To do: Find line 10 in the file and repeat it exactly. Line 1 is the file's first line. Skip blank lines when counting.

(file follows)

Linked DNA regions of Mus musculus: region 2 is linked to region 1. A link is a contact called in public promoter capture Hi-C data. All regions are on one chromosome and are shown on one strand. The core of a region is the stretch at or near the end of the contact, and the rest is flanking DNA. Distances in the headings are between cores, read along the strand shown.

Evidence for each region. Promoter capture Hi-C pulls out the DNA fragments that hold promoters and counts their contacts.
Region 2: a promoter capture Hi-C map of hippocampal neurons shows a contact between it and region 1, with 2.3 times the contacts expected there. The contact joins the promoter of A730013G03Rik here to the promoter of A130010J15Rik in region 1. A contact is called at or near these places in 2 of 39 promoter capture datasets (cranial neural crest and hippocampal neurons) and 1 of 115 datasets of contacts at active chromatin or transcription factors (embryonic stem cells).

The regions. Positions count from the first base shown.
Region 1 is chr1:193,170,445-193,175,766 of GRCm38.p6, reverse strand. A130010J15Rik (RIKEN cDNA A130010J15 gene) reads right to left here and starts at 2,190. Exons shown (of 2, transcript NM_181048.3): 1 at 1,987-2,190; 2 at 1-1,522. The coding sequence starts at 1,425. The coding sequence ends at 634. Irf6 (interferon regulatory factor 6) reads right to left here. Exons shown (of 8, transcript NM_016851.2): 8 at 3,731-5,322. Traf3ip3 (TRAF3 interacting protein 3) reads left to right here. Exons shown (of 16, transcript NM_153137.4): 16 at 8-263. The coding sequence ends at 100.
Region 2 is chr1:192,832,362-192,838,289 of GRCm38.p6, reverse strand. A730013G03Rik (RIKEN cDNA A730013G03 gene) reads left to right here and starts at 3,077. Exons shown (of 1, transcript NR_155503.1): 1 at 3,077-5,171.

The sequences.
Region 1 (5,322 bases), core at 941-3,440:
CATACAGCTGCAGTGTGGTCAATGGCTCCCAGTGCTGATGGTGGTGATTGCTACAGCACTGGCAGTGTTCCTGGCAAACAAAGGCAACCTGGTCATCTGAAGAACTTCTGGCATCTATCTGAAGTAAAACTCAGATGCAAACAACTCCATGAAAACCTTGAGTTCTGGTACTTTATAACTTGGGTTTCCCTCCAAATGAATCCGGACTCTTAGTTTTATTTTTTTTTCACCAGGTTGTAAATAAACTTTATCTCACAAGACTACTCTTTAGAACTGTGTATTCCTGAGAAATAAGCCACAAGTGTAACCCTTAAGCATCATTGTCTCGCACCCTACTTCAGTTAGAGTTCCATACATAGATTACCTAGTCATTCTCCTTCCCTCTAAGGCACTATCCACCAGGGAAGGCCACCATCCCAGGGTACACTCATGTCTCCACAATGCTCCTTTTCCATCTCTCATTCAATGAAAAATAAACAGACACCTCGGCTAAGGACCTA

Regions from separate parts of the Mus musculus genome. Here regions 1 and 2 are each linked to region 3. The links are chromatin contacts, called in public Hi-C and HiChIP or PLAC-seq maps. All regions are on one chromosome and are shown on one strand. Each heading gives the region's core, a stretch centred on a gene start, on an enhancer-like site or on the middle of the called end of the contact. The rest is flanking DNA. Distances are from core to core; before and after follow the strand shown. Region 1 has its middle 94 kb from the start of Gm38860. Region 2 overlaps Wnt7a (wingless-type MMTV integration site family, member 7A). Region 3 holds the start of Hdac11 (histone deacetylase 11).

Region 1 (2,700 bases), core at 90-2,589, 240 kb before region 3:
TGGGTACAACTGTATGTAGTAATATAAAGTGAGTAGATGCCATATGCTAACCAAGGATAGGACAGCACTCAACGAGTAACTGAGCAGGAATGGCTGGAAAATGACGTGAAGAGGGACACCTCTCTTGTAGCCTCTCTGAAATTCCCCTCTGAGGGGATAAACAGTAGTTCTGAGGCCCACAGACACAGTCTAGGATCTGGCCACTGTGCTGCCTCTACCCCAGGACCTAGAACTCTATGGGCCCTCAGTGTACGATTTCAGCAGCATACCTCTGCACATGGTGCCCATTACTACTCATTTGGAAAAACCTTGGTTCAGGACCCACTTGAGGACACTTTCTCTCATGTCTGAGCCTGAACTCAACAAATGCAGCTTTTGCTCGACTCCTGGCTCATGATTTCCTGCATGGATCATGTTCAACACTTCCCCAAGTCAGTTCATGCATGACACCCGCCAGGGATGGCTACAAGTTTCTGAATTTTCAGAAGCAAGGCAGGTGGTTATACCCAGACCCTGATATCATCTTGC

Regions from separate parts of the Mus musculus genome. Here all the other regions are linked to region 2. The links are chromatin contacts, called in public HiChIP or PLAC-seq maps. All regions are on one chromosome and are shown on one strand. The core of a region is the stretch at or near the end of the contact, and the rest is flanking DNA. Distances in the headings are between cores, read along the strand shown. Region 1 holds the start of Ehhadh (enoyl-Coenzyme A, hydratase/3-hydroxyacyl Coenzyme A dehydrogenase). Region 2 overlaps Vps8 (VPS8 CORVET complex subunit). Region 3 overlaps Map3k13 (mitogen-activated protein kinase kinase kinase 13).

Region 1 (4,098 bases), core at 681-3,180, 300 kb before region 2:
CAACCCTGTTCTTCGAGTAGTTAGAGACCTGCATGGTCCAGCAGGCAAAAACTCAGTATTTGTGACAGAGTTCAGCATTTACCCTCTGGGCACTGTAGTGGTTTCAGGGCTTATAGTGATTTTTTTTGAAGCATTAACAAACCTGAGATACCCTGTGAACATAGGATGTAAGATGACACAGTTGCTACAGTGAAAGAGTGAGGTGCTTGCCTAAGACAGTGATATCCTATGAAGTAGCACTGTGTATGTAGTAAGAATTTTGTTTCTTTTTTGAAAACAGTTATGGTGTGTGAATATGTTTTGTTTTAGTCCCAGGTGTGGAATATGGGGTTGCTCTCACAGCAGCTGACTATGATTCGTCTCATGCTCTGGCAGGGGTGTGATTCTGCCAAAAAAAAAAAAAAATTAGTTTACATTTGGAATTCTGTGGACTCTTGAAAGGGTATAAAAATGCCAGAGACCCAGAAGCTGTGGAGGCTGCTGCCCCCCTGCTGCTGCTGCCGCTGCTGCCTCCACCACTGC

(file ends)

Regions from separate parts of the Mus musculus genome. Here regions 1 and 2 are each linked to region 3. The links are chromatin contacts, called in public Hi-C and HiChIP or PLAC-seq maps. All regions are on one chromosome and are shown on one strand. Each heading gives the region's core, a stretch centred on a gene start, on an enhancer-like site or on the middle of the called end of the contact. The rest is flanking DNA. Distances are from core to core; before and after follow the strand shown. Region 1 has its middle 94 kb from the start of Gm38860. Region 2 overlaps Wnt7a (wingless-type MMTV integration site family, member 7A). Region 3 holds the start of Hdac11 (histone deacetylase 11).